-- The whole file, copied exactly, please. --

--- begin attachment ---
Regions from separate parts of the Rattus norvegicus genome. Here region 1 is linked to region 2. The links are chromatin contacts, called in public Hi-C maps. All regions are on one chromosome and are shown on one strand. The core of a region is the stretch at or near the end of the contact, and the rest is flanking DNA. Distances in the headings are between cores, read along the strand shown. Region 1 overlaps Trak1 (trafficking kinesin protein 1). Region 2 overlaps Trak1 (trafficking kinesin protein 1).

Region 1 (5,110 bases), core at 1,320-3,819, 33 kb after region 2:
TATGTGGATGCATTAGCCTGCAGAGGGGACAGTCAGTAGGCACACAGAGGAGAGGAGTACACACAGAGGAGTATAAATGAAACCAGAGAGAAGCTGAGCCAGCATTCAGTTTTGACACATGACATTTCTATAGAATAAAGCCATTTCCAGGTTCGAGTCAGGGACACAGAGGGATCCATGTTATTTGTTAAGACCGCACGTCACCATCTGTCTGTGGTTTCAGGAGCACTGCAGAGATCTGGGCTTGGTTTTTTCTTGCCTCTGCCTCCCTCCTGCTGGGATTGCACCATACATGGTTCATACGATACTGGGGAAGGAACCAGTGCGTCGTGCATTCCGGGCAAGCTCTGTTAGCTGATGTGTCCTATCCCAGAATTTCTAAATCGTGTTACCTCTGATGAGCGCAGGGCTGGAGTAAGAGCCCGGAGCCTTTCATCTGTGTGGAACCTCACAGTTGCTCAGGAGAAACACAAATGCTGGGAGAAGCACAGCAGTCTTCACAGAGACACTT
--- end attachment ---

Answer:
Regions from separate parts of the Rattus norvegicus genome. Here region 1 is linked to region 2. The links are chromatin contacts, called in public Hi-C maps. All regions are on one chromosome and are shown on one strand. The core of a region is the stretch at or near the end of the contact, and the rest is flanking DNA. Distances in the headings are between cores, read along the strand shown. Region 1 overlaps Trak1 (trafficking kinesin protein 1). Region 2 overlaps Trak1 (trafficking kinesin protein 1).

Region 1 (5,110 bases), core at 1,320-3,819, 33 kb after region 2:
TATGTGGATGCATTAGCCTGCAGAGGGGACAGTCAGTAGGCACACAGAGGAGAGGAGTACACACAGAGGAGTATAAATGAAACCAGAGAGAAGCTGAGCCAGCATTCAGTTTTGACACATGACATTTCTATAGAATAAAGCCATTTCCAGGTTCGAGTCAGGGACACAGAGGGATCCATGTTATTTGTTAAGACCGCACGTCACCATCTGTCTGTGGTTTCAGGAGCACTGCAGAGATCTGGGCTTGGTTTTTTCTTGCCTCTGCCTCCCTCCTGCTGGGATTGCACCATACATGGTTCATACGATACTGGGGAAGGAACCAGTGCGTCGTGCATTCCGGGCAAGCTCTGTTAGCTGATGTGTCCTATCCCAGAATTTCTAAATCGTGTTACCTCTGATGAGCGCAGGGCTGGAGTAAGAGCCCGGAGCCTTTCATCTGTGTGGAACCTCACAGTTGCTCAGGAGAAACACAAATGCTGGGAGAAGCACAGCAGTCTTCACAGAGACACTT